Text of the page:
Monday, June 30, 2014

Why a Good Marriage Will Break Your Heart

Loving is not for the weak. We encourage people to love and desire their partner, never realizing what we’re encouraging them to do. Desire involves wanting and longing. Who among us really wants to want? Who is ready to crave their partner, without the guarantee that the partner will always be there to satisfy their longings?

The reason there are so many mediocre marriages isn’t because so many people are pathological or have imaginary family “diseases”. It’s because the really good marriages will break your heart.

In a long-term marriage, one partner will bury the other. The more a person wants and loves a partner, the more painful it will be when he or she loses them. There are all too few people developed enough to stand by themselves, hold their own hand through the loss of a partner, and accept Life on its own terms. That’s why desire problems are so common. This situation also spells out its solution. It’s not negotiation. It’s not compromise. It’s not a sexual technique. It’s growing up to the point that you’re willing to tolerate the loss of a beloved irreplaceable partner.

There’s only one way to avoid that inevitable loss, and many people follow that strategy: Don’t love your partner too well, so that by the time they die, they won’t mean that much to you anymore.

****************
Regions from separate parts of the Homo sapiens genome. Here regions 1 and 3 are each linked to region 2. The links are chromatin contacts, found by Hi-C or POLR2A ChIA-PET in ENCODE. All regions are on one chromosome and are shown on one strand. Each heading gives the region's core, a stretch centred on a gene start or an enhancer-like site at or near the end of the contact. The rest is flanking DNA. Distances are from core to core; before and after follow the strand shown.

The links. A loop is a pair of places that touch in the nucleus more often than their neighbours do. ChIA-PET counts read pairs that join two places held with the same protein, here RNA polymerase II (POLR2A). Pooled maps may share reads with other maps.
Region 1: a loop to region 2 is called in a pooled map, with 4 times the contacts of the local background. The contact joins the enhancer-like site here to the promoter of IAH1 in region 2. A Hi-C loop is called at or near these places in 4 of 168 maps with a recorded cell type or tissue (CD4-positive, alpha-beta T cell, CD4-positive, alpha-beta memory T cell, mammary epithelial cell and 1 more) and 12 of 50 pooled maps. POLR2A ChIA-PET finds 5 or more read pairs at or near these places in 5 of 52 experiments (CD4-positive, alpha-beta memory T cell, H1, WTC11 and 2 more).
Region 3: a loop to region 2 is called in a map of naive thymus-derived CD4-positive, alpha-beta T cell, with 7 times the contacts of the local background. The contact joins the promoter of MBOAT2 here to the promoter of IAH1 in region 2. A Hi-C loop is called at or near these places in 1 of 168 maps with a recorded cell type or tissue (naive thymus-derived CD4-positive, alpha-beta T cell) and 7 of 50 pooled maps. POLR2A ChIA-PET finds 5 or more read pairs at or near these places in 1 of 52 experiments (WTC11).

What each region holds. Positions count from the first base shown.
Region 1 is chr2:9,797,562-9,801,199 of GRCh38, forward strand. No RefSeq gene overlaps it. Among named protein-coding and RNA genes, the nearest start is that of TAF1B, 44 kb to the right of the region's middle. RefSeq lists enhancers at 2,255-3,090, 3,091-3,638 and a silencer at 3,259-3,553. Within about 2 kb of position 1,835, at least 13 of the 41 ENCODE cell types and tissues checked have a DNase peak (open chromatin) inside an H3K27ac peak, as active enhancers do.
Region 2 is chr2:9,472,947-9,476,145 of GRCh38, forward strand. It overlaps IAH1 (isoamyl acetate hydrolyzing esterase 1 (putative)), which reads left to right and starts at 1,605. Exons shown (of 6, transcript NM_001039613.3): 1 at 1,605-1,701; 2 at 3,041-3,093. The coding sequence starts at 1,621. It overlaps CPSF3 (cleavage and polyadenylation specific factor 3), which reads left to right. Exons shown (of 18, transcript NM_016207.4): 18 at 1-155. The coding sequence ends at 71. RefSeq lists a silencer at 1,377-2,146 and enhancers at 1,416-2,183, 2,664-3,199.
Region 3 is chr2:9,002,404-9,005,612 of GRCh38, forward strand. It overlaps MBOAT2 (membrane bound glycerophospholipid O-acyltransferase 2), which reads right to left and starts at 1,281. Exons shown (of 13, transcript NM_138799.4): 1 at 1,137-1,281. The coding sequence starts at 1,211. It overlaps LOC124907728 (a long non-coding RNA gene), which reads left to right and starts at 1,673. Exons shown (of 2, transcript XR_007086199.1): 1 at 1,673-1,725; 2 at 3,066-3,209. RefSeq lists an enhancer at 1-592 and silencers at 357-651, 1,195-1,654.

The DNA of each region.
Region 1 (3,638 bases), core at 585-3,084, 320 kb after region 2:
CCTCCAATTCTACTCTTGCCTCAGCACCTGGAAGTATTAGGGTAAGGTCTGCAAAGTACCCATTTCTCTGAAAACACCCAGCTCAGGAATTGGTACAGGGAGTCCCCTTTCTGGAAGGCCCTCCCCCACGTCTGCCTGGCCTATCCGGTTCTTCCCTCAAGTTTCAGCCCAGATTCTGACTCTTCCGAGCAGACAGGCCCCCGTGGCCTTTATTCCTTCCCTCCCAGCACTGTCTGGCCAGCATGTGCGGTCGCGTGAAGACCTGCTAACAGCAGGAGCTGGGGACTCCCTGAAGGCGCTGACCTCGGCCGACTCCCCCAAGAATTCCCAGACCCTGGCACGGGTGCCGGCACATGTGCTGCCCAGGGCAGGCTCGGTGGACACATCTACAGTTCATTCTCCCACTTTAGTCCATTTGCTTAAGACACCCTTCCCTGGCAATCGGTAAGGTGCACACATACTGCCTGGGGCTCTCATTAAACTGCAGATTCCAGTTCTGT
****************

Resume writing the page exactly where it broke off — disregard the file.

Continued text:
Like many aspects of life, the choice is not whether or not you’re willing to be anxious. The choice is which anxiety you’re going to, and you’re going to have one of them, whether you like it or not. You can lose your partner a little everyday or all at once.

Nobody ever gets to have a better partner than they’re willing to give up.
Willingly loving someone, knowingly setting yourself up for loss- that’s hard for people. It goes beyond resolving sex problems or personal insecurities. It’s an issue of integrity.

Marriage is a people growing machine.
It pulls and it pushes you. It stretches you to the point where you can embrace the processes of Life and love on their own terms. Like intense intimacy and eroticism, real love is not for kids. It’s not for “wounded children” who can’t soothe themselves. It’s for adults only. We may not like the process, but it makes us capable of profound adult desire. It’s not a quick process and it’s not as simple as improving sex. We need to have more respect for those brave souls willing to risk a successful marriage.
David Schnarch

No comments:

Post a Comment